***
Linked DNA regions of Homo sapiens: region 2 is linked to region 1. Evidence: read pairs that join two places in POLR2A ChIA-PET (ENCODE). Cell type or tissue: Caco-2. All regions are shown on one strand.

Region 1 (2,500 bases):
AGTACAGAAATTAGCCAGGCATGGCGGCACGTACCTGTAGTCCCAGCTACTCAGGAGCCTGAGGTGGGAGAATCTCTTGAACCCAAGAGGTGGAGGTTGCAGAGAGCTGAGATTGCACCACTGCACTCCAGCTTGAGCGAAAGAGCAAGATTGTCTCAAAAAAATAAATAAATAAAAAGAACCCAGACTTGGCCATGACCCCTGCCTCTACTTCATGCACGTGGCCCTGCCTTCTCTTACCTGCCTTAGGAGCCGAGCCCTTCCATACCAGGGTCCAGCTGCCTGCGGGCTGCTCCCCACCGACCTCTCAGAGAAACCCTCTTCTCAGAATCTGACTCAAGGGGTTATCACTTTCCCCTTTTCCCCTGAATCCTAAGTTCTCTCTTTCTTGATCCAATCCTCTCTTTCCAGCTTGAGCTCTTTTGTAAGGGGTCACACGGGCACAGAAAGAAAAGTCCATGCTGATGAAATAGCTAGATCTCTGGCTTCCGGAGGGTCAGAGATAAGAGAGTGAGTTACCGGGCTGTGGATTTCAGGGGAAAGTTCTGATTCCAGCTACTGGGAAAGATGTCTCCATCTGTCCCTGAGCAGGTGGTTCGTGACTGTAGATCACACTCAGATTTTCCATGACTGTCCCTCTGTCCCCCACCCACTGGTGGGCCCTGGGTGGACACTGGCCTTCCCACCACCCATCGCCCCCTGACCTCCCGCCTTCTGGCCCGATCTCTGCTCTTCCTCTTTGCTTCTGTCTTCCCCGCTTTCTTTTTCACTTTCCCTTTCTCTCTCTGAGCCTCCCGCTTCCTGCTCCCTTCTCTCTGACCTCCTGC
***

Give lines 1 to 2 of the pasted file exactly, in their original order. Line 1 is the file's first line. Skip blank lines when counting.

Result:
Linked DNA regions of Homo sapiens: region 2 is linked to region 1. Evidence: read pairs that join two places in POLR2A ChIA-PET (ENCODE). Cell type or tissue: Caco-2. All regions are shown on one strand.

Region 1 (2,500 bases):